Monday 22 July 2019

Nuance or subtlety unwelcome at an RTE that's still in groupthink's grip

There are indeed things for which Pat Rabbite might criticise RTE, says John Waters, but bias is not among them

Pat Rabbitte
Pat Rabbitte

John Waters

Pat Rabbitte begins to remind me of Garret FitzGerald. After he retired from politics, Garret became a habitual frequenter of public conferences, at which he would sit enthusiastically, compiling abundant notes. When the time came for the Q&A session, he would spring to his feet and, occasionally referring to the disordered sheaf of papers in his hand, offer intricate and brilliant solutions to the issues under discussion.

Brimful of proposals, brainwaves and brainchildren, Dr FitzGerald would discourse at length on every fissure of the discussion. For the duration of such perorations, the official speakers and audience members would remain spellbound, and at the end would weep as they applauded, united in a single thought: "If only a man with such vision, perception and awareness could become Taoiseach! What a country we would have!"

I had a similar response the other night watching Pat Rabbitte on The Week in Politics, lecturing Aine Lawlor about RTE's "lopsided" coverage of the Irish Water story. All of a sudden, it was as if Pat had become a fan of the Marquis of Queensbury, as he lambasted the RTE habit of interrupting Irish Water spokespersons in the middle of their sentences and reminded Aine Lawlor about the €150m RTE gets from the licence fee. "RTE is the public service broadcaster and there is a statutory obligation to do more than merely report and criticise," he scolded, uninterrupted. "In the words of Lord Reith in respect of the BBC, there is an obligation on RTE to entertain, inform and educate".

If only, I thought, someone with such a passion for balance and gravity in broadcasting could get to be Minister for Communications!

Then I remembered that, between 2011 and 2014, Pat Rabbitte was indeed Minister for Communications - and that for most of that time I was a member of the board of the Broadcasting Authority of Ireland (BAI), the body responsible for policy and regulation. At no time during his tenure did Pat Rabbitte say anything publicly to betray any profound ardour for broadcasting standards - nor, indeed, did he once darken the door of the BAI boardroom.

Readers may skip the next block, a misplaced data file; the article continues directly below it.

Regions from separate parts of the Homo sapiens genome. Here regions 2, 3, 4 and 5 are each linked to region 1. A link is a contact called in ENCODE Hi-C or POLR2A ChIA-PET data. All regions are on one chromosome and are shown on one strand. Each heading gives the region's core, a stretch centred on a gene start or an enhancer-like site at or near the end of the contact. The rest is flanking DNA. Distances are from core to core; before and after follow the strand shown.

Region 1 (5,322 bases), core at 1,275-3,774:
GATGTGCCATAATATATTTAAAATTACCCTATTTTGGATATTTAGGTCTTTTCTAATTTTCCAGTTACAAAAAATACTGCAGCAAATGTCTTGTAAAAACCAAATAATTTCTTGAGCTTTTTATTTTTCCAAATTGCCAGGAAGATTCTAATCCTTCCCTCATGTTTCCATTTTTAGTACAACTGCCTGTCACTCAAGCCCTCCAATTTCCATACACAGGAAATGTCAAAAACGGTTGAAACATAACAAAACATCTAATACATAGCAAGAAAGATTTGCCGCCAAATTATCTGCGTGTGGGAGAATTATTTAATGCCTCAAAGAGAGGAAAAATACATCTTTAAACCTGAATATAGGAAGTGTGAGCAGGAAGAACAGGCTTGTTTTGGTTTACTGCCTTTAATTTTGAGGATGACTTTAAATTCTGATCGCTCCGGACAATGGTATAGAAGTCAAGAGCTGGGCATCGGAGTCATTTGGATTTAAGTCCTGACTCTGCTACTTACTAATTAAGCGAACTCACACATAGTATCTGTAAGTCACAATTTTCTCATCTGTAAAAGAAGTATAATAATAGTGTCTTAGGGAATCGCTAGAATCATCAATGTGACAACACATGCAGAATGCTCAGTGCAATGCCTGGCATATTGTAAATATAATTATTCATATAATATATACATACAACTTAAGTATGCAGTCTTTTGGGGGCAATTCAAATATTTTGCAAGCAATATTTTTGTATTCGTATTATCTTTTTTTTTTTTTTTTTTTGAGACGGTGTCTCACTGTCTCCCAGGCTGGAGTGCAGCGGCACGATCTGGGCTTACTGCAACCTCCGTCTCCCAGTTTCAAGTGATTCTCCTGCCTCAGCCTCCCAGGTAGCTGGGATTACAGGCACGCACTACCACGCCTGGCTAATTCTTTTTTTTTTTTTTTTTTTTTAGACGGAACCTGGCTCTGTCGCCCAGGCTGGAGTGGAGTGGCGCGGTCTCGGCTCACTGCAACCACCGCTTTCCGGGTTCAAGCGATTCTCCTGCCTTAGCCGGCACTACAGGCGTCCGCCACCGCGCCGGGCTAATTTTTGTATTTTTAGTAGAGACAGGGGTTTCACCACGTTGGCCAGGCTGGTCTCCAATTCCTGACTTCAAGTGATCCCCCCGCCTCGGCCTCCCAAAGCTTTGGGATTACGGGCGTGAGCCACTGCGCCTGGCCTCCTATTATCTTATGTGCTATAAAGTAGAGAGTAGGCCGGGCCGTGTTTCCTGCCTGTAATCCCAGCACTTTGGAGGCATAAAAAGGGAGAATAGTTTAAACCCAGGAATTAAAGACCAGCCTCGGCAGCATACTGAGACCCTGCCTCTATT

On closer examination, Pat's passion reveals itself as a narrow, party-pol fervour, perhaps merged with the unrequited zeal of a scorned suitor seeking to show his beloved what she's missing. After being shafted by Joan on her ascension to the Labour leadership, Pat sulked for a while and then returned frayside as a kind of righteous rottweiler defending the indefensible. His motive for sucking the hind tit was a trifle unclear: was he clocking up points for a comeback or taking with grace to a kind of elder lemon sweeper role in the style of Tony Benn or Dennis Skinner?

His attack on RTE was peculiar - not because there was nothing in it, but because there was so much and he missed most of it. His complaint - that RTE journalists and presenters are acting as "recruiting sergeants for those who have taken control of and are manipulating the water charges issues" - was simply silly.

"If I didn't know better," he declared in the Dail, "one might conclude that the lopsided coverage of the water issue derives from a decision of the RTE board to strangle Irish Water at birth."

Interesting sentence. Note how the initial "I" rapidly becomes "one". It may be remembered that, earlier in his career, there was an apocryphal rumour that Rabbitte kept a sleeping bag in RTE to allow him participate in programmes after midnight and then again from early morning. That "If I didn't know better" was to insure Pat against losing the total affection of RTE. Without it, what followed would have amounted to the kind of thing that, delivered from the mouth of a political opponent, would have invited the incomparable scorn of Pat Rabbitte's acid tongue. Pat's aim was to instil mindfulness without seeming like the kind of rhetorical extremist he eats for breakfast on 'Morn Iron', thus ensuring that nobody sent his sleeping bag home with FedEx.

If Pat Rabbitte really wants to have a go at RTE, I can identify three major headings under which he might usefully do so: (1) groupthink, (2) anti-intellectualism and (3) total detachment from the people it's supposed to be serving.

Talk of "groupthink" at Montrose goes back to the Carragher report commissioned by the BAI in the wake of the notorious Father Kevin Reynolds libel four years ago. Groupthink amounts to more than the coincidental occurrence of the same thoughts to an entire cohort or community. It involves the active cultivation of an absolute shared belief that there is but one way of looking at everything, and the certainty that any alternative perspective is ignoble and absurd. Groupthink operates not by formal direction but nods, winks, nudges and occasional hoots of derision. Many of those infected simply want to succeed in their jobs and be admired by their colleagues, so they agree to believe whatever is indicated.